Secrets of a Shrine (Part I)
Alloway’s magnificent monument to Robert Burns opened 27 years after the death of the poet, and it continues to yield secrets about the movement to build it and the meaning behind its design.
A project is underway to conserve and reinterpret Burns Monument, so we’ve taken a good look at its origins, construction and early use to help us with what is needed to repair the building, using 200-year-old clues buried deep in the archive of Robert Burns Birthplace Museum.
The death of Robert Burns in 1796 set in train efforts across the world to memorialize Burns. Burns had been laid to rest yards from his last home in the town of Dumfries, in a grave which was unremarkable given his celebrity and fame. In 1815, subscriptions were gathered by former friends to fund a more fitting memorial. Two years later, the body of Burns was exhumed, casts were made of his skull for phrenological analysis, and he was re-interred in a specially-designed mausoleum in the same graveyard. This movement prompted Burns admirers in the place of his birth, 50 miles away in Alloway, to get in on the act.
There were four elements of the Dumfries campaign which would prove influential in the monument that was eventually built at Alloway:
Giving Burns a separate burial place (later painted brilliant white), in what was a crowded graveyard of browning sandstone masonry, made a strong statement about his importance. This was a grave visible from a distance, as can be seen in an early watercolour of the mausoleum. Burns was different from other mortals and he was to be remembered as such.
Alloway took note of the design of the Dumfries mausoleum. Despite his fondness for Tudor architecture, architect Thomas Frederick Hunt (1791–1831) had chosen the Greek Revival style that was popular at the time. It was an appropriate style for remembering a poet in classical tradition, but the sober style might also have been a way of rehabilitating the memory of a fallen man. The circumstances of the poet’s death had been speculated upon by the sententious Reverend James Currie whose biography of 1800 had done much to dent Burns’s reputation.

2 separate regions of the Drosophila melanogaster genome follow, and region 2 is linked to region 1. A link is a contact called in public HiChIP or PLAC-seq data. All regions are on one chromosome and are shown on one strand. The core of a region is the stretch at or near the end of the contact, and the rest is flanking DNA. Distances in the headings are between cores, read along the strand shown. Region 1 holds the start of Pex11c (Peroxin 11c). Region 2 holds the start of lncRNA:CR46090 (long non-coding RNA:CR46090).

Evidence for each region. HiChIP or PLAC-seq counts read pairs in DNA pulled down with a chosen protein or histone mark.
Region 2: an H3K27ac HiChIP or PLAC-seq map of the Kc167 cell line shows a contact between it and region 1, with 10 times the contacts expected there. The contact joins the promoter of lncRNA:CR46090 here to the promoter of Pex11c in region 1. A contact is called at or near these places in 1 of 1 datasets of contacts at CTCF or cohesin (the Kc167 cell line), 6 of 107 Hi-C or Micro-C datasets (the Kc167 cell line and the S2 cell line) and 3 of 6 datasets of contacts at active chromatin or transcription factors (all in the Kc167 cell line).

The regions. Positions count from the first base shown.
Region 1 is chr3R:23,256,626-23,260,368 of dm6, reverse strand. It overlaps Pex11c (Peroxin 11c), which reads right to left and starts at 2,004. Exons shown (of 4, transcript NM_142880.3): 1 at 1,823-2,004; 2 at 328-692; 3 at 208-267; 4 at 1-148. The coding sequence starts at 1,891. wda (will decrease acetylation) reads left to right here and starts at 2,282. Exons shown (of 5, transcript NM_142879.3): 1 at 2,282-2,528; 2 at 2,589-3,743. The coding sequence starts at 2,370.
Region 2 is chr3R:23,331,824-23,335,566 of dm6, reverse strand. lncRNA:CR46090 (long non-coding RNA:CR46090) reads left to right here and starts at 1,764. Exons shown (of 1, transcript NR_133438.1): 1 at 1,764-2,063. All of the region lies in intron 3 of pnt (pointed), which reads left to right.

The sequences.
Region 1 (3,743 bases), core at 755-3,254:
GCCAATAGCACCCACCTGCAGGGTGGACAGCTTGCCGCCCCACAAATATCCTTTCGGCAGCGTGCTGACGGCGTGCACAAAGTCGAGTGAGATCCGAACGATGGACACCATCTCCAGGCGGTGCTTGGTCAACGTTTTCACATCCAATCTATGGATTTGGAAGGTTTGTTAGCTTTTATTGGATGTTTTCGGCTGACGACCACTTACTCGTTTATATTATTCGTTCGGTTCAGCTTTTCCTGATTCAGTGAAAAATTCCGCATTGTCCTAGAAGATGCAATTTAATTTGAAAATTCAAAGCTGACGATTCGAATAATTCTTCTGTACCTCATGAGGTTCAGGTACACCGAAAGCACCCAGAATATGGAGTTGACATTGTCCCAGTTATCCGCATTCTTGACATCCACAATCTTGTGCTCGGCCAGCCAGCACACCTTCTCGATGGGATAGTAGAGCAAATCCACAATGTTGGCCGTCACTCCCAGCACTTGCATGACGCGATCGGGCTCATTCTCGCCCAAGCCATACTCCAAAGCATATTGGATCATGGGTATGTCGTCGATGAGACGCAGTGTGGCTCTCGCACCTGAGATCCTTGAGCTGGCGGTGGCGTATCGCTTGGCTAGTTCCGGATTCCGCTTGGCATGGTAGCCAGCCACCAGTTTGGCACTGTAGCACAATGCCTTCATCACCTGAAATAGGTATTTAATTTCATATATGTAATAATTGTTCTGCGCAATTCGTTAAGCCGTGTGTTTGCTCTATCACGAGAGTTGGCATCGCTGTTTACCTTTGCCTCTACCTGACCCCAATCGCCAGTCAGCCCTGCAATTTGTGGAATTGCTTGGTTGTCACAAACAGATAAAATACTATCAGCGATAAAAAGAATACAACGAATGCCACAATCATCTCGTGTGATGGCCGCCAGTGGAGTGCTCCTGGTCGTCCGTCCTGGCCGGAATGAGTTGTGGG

The theme of the Dumfries mausoleum would also express itself in the Alloway monument. The poet’s muse, his source of inspiration, had been celebrated and encoded by Burns in his own work and he had been delighted with the epithet ‘heav’n taught ploughman’ given to him in an influential review of his first book. For his early admirers this ‘muse’ explained how someone from such a humble background could craft works of such sublimity and how he was ‘chosen’ among men. This was an ideal theme for a memory site, combining the mortal Burns and his immortal calling.
The Dumfries campaign to remember Burns was a collective effort but there was disagreement over the manner of memorialization. On the left is the original marble sculpture featuring Burns apprehended at the plough by Coila, his spirit muse. It’s a romantic theme classically executed. However, the sculptor Peter Turnerelli (1772–1839) was criticized for being too allegorical in his handling of the subject and not true enough to the detail of, for example, Burns’s clothing and the type of plough. Such was the strength of grassroots resistance that adaptations (right) were made by Joseph Hermon Cawthra in 1936. Burns’s memory was pulled between high society classicization on one hand and popular romanticism on the other; this would recur in the Alloway monument.
Inspired by Dumfries, five gentlemen from Ayrshire, some of whom knew Burns, formed a committee, chaired by Alexander Boswell of Auchinleck (son of the diarist James Boswell), to create a suitable commemoration of Burns in Alloway. An excerpt from the first minute of Burns Monument Trust is kept in Robert Burns Birthplace Museum: